The sun glares down on the Marina District.
Something must be wrong with the HARP-Cass thinks as we join her on the journey home. She’s a mess, but no one seems to notice. Her hair under cap, her eyes forward, Frank always said hide in plain sight. So that’s what she’ll do. She walks, boots hitting the pavement in furious rhythm, not knowing what she’ll find. She tries not to race, but it’s difficult.
Turning the corner she sees it: her childhood home. Dad’s fossil truck still sitting in the driveway waiting for her. She stops. Everything’s suddenly cold though the sun burns her pale skin. The house. The truck. Swallowing hard she continues. The door knob freezes in her hand-it’s open. Jaw clenches as she walks in. The air is stale, the walls tremble.
“Mom? Dad?” if something’s waiting for her the last thing she needs is a jump scare. No answer.
She heads upstairs, bypassing all safety checks, nearly running to their room.
“Mom? Da-” she gasps, covering her mouth.
Her parents lay in each others arms unmoving, their chest don’t rise, and their lips are blue. Tears don’t build. No, our girl has cried them all. The truth is she knew. She’d hoped not coming here immediately would save them, she knew better. Crossing herself, she doesn’t bother to question what if. Cassi simply closes her eyes and says goodbye.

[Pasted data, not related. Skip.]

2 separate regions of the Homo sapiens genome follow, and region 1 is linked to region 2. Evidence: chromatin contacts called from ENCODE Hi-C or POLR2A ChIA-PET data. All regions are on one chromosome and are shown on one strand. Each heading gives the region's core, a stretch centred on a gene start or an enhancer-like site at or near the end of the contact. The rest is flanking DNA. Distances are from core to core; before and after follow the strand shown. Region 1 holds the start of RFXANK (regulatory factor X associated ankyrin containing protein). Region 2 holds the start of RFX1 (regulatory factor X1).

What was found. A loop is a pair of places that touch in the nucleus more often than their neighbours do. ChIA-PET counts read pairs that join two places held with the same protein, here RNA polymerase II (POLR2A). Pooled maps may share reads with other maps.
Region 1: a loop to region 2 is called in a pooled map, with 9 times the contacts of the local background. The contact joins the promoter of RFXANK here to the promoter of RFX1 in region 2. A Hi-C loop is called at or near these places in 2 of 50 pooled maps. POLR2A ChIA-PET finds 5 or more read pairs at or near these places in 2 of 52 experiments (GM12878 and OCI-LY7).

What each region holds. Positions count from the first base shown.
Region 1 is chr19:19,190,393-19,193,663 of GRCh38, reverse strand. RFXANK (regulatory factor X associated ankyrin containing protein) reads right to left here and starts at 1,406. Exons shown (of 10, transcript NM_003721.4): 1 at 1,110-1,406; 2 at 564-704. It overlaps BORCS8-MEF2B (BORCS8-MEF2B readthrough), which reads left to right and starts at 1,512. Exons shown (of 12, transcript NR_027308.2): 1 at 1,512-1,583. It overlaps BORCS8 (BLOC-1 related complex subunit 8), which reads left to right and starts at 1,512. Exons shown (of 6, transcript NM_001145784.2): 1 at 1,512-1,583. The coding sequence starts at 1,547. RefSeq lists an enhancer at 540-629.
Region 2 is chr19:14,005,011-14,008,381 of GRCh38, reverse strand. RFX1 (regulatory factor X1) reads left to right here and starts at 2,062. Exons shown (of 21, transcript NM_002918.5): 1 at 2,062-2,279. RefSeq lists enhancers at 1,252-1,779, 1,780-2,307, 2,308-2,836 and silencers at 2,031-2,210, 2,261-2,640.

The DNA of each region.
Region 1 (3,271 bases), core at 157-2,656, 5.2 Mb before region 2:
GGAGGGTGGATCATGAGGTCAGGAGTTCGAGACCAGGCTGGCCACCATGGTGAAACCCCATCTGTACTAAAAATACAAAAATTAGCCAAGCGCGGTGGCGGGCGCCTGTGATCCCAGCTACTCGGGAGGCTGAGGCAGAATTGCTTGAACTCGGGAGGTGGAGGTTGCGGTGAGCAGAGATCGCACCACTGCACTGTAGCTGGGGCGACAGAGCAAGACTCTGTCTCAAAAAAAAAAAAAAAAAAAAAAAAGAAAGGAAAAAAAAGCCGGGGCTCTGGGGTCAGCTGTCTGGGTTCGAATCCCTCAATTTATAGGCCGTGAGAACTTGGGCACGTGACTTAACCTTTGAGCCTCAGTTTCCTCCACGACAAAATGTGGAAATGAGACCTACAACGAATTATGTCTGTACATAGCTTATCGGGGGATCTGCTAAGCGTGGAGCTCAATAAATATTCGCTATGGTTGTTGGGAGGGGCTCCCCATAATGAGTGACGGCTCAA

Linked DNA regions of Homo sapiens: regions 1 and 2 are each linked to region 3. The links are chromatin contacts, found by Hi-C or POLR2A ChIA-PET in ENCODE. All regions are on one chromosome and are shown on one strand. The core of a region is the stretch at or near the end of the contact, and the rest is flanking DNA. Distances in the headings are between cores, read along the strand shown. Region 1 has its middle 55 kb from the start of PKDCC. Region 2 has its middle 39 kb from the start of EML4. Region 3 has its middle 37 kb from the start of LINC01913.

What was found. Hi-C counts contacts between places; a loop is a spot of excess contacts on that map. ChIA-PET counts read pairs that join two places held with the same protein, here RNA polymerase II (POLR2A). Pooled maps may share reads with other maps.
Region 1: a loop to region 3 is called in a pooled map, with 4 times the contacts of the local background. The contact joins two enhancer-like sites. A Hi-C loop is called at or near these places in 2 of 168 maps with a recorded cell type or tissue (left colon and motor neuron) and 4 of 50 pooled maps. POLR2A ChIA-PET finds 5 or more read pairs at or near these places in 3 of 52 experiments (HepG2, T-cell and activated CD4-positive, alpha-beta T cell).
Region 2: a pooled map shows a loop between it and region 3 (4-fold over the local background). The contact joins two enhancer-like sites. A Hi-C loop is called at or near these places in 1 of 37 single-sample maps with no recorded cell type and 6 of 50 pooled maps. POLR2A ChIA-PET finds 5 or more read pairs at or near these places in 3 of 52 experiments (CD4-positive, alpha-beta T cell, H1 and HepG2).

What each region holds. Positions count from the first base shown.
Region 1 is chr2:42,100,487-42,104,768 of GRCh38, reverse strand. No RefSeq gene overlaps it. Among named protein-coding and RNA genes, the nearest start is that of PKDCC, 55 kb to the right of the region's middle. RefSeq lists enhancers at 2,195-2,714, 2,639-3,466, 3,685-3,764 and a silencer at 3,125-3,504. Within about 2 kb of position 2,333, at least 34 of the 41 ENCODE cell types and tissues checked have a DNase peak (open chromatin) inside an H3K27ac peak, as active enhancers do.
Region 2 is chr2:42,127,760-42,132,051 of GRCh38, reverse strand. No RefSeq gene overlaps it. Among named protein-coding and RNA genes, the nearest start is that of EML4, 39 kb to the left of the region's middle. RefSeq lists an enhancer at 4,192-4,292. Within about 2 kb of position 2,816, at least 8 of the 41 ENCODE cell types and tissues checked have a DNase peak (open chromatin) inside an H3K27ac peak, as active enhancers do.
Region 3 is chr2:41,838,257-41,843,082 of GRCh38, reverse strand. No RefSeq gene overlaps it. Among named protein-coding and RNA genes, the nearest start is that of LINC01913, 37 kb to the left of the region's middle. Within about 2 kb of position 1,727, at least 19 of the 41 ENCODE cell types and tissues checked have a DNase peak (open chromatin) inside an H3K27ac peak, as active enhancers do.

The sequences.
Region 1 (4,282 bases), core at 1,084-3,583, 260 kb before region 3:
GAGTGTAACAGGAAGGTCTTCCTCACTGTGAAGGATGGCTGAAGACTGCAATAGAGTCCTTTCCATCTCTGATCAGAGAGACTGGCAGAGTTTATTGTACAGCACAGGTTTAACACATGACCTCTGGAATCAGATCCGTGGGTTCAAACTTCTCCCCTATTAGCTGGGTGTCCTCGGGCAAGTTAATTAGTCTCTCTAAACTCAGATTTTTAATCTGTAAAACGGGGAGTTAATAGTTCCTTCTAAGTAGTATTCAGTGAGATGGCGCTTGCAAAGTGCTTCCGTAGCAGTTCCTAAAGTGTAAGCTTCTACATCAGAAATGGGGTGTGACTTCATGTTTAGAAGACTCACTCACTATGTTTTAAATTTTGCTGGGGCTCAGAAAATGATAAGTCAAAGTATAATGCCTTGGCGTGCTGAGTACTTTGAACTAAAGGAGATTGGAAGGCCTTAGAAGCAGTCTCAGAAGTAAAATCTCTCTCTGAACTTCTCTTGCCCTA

Breathing in stale air she opens her eyes finally noticing the paper in her dad’s hand. It’s a newspaper, The Liberation Times, a paper he stopped reading years ago. The headline reads: Mother Mary Lives! mother and wife murders husband and infant daughter. Their family picture as the image.
“Frank…” she pauses running a black nail across his visage, “you bastard, you Goddamn bastard.”
Throwing the paper down a broken picture frame catches her eye. Her baby photo has been ripped, the corner pulled out just slightly. Instinctually she tears it open turning the photo around revealing her mother’s scribbled handwriting-They’re coming Cassidy. Know we love you. We know the truth. Let the world think you’re dead.
The Grey can read between the lines, see the men enter her parents home, and the struggle. Her father gave her mother time.
“Sorry Mom. Dad,” she knows they meant well, “I just can’t do that,” but some girls just don’t learn.
It’s time to leave, but not without a little departing gift. Our girl is like Santa Clause pulling coal right from her sack.
These boys in blue won’t know what hit’em.
blew them up.